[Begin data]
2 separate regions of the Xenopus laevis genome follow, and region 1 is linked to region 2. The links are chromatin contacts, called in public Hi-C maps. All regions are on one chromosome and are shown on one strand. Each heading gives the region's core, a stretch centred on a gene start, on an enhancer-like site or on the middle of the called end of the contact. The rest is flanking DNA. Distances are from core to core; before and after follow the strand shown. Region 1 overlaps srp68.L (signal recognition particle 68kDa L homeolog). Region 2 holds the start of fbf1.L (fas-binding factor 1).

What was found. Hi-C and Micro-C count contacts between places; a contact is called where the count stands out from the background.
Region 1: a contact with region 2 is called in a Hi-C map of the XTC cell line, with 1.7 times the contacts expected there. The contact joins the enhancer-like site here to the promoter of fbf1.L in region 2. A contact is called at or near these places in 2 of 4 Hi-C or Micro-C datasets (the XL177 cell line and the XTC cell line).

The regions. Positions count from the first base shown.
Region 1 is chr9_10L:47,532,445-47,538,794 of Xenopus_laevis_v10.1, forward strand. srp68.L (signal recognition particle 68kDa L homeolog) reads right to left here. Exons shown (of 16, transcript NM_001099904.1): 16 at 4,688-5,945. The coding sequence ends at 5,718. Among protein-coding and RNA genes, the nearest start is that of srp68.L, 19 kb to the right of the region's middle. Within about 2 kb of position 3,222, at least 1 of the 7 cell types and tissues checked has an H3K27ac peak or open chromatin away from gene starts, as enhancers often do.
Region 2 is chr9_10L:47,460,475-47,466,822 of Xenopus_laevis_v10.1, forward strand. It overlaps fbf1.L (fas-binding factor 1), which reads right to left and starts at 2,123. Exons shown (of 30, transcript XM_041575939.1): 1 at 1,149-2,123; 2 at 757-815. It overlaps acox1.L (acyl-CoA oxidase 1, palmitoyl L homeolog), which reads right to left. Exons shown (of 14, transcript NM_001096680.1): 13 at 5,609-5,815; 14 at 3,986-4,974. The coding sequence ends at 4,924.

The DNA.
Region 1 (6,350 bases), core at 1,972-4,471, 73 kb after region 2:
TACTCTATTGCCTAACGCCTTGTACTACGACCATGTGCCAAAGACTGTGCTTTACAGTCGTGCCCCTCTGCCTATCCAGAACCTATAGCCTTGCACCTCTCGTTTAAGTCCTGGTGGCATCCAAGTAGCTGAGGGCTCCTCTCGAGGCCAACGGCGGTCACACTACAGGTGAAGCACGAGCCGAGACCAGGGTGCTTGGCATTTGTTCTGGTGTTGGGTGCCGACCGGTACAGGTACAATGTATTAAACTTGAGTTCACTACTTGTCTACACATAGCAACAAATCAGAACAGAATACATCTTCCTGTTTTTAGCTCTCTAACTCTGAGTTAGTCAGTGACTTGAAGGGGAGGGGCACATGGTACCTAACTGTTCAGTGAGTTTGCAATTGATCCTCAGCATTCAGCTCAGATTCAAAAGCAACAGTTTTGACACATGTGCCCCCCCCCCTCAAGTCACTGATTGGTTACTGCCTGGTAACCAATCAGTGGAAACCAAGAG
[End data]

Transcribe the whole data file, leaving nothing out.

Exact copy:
2 separate regions of the Xenopus laevis genome follow, and region 1 is linked to region 2. The links are chromatin contacts, called in public Hi-C maps. All regions are on one chromosome and are shown on one strand. Each heading gives the region's core, a stretch centred on a gene start, on an enhancer-like site or on the middle of the called end of the contact. The rest is flanking DNA. Distances are from core to core; before and after follow the strand shown. Region 1 overlaps srp68.L (signal recognition particle 68kDa L homeolog). Region 2 holds the start of fbf1.L (fas-binding factor 1).

What was found. Hi-C and Micro-C count contacts between places; a contact is called where the count stands out from the background.
Region 1: a contact with region 2 is called in a Hi-C map of the XTC cell line, with 1.7 times the contacts expected there. The contact joins the enhancer-like site here to the promoter of fbf1.L in region 2. A contact is called at or near these places in 2 of 4 Hi-C or Micro-C datasets (the XL177 cell line and the XTC cell line).

The regions. Positions count from the first base shown.
Region 1 is chr9_10L:47,532,445-47,538,794 of Xenopus_laevis_v10.1, forward strand. srp68.L (signal recognition particle 68kDa L homeolog) reads right to left here. Exons shown (of 16, transcript NM_001099904.1): 16 at 4,688-5,945. The coding sequence ends at 5,718. Among protein-coding and RNA genes, the nearest start is that of srp68.L, 19 kb to the right of the region's middle. Within about 2 kb of position 3,222, at least 1 of the 7 cell types and tissues checked has an H3K27ac peak or open chromatin away from gene starts, as enhancers often do.
Region 2 is chr9_10L:47,460,475-47,466,822 of Xenopus_laevis_v10.1, forward strand. It overlaps fbf1.L (fas-binding factor 1), which reads right to left and starts at 2,123. Exons shown (of 30, transcript XM_041575939.1): 1 at 1,149-2,123; 2 at 757-815. It overlaps acox1.L (acyl-CoA oxidase 1, palmitoyl L homeolog), which reads right to left. Exons shown (of 14, transcript NM_001096680.1): 13 at 5,609-5,815; 14 at 3,986-4,974. The coding sequence ends at 4,924.

The DNA.
Region 1 (6,350 bases), core at 1,972-4,471, 73 kb after region 2:
TACTCTATTGCCTAACGCCTTGTACTACGACCATGTGCCAAAGACTGTGCTTTACAGTCGTGCCCCTCTGCCTATCCAGAACCTATAGCCTTGCACCTCTCGTTTAAGTCCTGGTGGCATCCAAGTAGCTGAGGGCTCCTCTCGAGGCCAACGGCGGTCACACTACAGGTGAAGCACGAGCCGAGACCAGGGTGCTTGGCATTTGTTCTGGTGTTGGGTGCCGACCGGTACAGGTACAATGTATTAAACTTGAGTTCACTACTTGTCTACACATAGCAACAAATCAGAACAGAATACATCTTCCTGTTTTTAGCTCTCTAACTCTGAGTTAGTCAGTGACTTGAAGGGGAGGGGCACATGGTACCTAACTGTTCAGTGAGTTTGCAATTGATCCTCAGCATTCAGCTCAGATTCAAAAGCAACAGTTTTGACACATGTGCCCCCCCCCCTCAAGTCACTGATTGGTTACTGCCTGGTAACCAATCAGTGGAAACCAAGAG